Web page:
Monday, September 20, 2010


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Lord Byron

The scene of the Drama is amongst the Higher Alps — partly in the Castle of Manfred, and partly in the Mountains.

Act I Scene I

Manfred alone. — Scene, a Gothic Gallery. — Time, Midnight.

MANFRED: The lamp must be replenish'd, but even then
It will not burn so long as I must watch.
My slumbers — if I slumber — are not sleep,
But a continuance of enduring thought,
Which then I can resist not: in my heart
There is a vigil, and these eyes but close
To look within; and yet I live, and bear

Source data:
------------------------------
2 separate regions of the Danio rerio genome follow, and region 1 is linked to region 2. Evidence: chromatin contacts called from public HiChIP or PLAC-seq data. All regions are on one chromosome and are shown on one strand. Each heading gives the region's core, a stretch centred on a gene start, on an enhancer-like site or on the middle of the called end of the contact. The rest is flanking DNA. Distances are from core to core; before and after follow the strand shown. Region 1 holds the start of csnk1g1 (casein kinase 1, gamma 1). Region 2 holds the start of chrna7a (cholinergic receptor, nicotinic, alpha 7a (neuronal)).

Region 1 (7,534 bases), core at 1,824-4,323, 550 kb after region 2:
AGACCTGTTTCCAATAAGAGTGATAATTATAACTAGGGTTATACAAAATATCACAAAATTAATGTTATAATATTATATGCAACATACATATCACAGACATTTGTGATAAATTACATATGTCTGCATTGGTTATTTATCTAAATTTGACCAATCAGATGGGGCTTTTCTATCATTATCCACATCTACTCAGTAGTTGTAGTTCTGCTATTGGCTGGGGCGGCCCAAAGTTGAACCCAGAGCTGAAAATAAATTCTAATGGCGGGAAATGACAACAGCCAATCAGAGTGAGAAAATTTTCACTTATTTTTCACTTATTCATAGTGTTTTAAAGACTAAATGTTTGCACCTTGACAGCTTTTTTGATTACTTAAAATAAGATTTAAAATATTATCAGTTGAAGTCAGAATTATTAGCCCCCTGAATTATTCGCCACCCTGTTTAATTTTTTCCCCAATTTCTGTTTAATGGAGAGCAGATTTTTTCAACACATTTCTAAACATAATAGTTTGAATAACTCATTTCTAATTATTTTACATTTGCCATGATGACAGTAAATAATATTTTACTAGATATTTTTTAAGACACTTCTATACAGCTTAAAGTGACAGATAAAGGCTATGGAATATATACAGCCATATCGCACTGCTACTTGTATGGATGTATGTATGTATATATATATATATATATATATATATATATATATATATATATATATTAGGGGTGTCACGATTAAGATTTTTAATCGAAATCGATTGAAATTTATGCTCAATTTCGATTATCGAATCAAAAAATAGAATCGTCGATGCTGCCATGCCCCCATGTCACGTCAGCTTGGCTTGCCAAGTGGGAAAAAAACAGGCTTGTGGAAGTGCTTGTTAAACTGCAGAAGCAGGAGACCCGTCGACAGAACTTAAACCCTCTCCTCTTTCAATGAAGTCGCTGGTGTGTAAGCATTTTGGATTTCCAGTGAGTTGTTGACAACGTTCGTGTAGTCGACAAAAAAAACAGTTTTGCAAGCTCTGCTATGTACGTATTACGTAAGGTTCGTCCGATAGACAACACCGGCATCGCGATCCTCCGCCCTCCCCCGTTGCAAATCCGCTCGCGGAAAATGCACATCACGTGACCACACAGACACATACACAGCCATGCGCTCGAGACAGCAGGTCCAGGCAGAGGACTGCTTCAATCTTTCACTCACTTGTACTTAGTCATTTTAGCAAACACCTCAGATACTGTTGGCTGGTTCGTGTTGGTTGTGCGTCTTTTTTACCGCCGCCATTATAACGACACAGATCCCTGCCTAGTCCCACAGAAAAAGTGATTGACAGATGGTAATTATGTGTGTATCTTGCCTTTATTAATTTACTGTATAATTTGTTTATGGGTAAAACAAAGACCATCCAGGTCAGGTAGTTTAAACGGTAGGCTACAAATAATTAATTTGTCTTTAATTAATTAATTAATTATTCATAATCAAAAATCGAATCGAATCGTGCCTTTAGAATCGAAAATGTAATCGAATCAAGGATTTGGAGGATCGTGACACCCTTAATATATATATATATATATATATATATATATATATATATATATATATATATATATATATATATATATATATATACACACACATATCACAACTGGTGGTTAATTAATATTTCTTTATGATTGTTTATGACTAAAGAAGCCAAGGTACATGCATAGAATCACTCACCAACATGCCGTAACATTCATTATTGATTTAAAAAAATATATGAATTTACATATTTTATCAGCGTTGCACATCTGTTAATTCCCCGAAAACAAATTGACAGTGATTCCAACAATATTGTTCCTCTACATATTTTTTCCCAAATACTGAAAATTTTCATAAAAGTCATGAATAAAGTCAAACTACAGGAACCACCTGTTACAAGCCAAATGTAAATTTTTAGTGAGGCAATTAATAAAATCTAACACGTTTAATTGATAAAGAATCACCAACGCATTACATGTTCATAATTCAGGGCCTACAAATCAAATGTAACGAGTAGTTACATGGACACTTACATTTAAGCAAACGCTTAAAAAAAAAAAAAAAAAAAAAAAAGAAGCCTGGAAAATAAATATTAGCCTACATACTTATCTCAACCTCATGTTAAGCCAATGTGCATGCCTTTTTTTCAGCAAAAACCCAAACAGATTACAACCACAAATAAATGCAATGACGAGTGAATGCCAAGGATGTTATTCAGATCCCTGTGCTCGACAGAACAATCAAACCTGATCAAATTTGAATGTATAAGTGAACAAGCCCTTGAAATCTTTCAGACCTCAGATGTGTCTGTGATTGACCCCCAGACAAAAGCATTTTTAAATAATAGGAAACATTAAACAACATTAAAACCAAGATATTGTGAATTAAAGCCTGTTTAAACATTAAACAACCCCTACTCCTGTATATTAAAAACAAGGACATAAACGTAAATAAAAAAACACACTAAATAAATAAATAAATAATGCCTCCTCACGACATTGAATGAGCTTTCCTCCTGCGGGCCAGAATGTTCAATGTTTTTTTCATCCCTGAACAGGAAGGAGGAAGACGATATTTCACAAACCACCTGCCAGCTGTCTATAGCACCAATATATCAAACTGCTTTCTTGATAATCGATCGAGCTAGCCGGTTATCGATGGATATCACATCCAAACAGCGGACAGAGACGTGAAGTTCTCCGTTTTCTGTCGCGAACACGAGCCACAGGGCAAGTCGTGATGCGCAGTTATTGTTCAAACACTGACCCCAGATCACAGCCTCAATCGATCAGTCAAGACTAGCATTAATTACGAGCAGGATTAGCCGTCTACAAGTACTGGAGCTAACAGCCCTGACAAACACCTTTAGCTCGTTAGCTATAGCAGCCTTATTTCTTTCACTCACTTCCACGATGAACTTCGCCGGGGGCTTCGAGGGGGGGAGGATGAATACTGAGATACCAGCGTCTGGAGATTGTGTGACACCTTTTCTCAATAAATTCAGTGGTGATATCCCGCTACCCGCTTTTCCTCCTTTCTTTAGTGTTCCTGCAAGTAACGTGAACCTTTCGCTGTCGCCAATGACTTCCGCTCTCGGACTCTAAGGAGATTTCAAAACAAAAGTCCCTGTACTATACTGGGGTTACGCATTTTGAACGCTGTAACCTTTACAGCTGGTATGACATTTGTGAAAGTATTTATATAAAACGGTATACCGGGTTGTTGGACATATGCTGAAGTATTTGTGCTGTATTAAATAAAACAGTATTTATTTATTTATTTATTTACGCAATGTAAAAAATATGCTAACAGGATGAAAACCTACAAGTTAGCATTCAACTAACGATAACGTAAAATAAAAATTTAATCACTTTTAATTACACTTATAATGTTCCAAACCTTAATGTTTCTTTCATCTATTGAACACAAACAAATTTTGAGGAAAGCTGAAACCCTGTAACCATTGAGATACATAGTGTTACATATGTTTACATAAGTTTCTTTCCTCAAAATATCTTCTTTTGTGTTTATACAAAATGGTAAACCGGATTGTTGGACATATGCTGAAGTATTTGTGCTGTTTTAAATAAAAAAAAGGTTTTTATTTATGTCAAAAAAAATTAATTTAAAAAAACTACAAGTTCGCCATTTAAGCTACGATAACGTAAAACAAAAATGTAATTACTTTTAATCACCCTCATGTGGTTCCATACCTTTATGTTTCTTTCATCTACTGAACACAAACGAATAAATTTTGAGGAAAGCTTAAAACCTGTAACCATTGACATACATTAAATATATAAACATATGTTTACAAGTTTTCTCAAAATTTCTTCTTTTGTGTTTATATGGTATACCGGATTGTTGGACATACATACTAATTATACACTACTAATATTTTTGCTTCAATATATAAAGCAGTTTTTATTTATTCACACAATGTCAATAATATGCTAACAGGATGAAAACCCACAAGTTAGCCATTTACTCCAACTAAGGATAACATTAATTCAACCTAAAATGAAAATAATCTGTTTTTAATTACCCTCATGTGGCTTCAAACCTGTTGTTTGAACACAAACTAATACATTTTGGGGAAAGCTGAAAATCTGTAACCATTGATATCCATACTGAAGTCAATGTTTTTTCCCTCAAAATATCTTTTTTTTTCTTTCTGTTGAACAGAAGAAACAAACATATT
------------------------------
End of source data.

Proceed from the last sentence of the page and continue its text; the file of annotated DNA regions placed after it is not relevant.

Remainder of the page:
The aspect and the form of breathing men.
But grief should be the instructor of the wise;
Sorrow is knowledge: they who know the most
Must mourn the deepest o'er the fatal truth,
The Tree of Knowledge is not that of Life.
Philosophy and science, and the springs
Of wonder, and the wisdom of the world,
I have essay'd, and in my mind there is
A power to make these subject to itself—
But they avail not: I have done men good,
And I have met with good even among men—
But this avail'd not: I have had my foes,
And none have baffled, many fallen before me—
But this avail'd not: Good, or evil, life,
Powers, passions, all I see in other beings,
Have been to me as rain unto the sands,
Since that all-nameless hour. I have no dread,
And feel the curse to have no natural fear
Nor fluttering throb, that beats with hopes or wishes
Or lurking love of something on the earth.


Illustration is Carl Gustav Carus, Faust im Studierzimmer (Faust in His Study), c.1851.

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